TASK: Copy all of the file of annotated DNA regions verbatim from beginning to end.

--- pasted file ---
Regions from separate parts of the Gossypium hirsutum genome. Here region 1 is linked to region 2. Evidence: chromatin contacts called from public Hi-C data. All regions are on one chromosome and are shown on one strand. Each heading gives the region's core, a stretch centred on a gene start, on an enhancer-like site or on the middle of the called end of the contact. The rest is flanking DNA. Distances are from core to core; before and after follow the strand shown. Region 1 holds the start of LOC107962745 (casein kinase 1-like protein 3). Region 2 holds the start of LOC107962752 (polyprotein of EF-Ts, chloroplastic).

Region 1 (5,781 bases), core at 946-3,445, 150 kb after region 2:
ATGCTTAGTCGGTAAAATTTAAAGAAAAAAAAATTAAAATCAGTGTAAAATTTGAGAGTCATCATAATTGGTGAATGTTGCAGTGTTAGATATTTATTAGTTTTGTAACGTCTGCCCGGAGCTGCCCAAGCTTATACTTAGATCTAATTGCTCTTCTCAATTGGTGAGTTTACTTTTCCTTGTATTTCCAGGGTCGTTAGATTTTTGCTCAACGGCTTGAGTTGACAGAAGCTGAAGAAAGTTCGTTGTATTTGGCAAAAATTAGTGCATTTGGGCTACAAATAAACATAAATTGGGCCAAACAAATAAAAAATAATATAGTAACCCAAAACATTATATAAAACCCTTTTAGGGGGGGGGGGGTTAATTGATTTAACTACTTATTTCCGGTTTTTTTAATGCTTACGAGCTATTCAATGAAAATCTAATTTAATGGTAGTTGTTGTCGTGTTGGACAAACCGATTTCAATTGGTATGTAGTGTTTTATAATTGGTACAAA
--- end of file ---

Regions from separate parts of the Gossypium hirsutum genome. Here region 1 is linked to region 2. Evidence: chromatin contacts called from public Hi-C data. All regions are on one chromosome and are shown on one strand. Each heading gives the region's core, a stretch centred on a gene start, on an enhancer-like site or on the middle of the called end of the contact. The rest is flanking DNA. Distances are from core to core; before and after follow the strand shown. Region 1 holds the start of LOC107962745 (casein kinase 1-like protein 3). Region 2 holds the start of LOC107962752 (polyprotein of EF-Ts, chloroplastic).

Region 1 (5,781 bases), core at 946-3,445, 150 kb after region 2:
ATGCTTAGTCGGTAAAATTTAAAGAAAAAAAAATTAAAATCAGTGTAAAATTTGAGAGTCATCATAATTGGTGAATGTTGCAGTGTTAGATATTTATTAGTTTTGTAACGTCTGCCCGGAGCTGCCCAAGCTTATACTTAGATCTAATTGCTCTTCTCAATTGGTGAGTTTACTTTTCCTTGTATTTCCAGGGTCGTTAGATTTTTGCTCAACGGCTTGAGTTGACAGAAGCTGAAGAAAGTTCGTTGTATTTGGCAAAAATTAGTGCATTTGGGCTACAAATAAACATAAATTGGGCCAAACAAATAAAAAATAATATAGTAACCCAAAACATTATATAAAACCCTTTTAGGGGGGGGGGGGTTAATTGATTTAACTACTTATTTCCGGTTTTTTTAATGCTTACGAGCTATTCAATGAAAATCTAATTTAATGGTAGTTGTTGTCGTGTTGGACAAACCGATTTCAATTGGTATGTAGTGTTTTATAATTGGTACAAA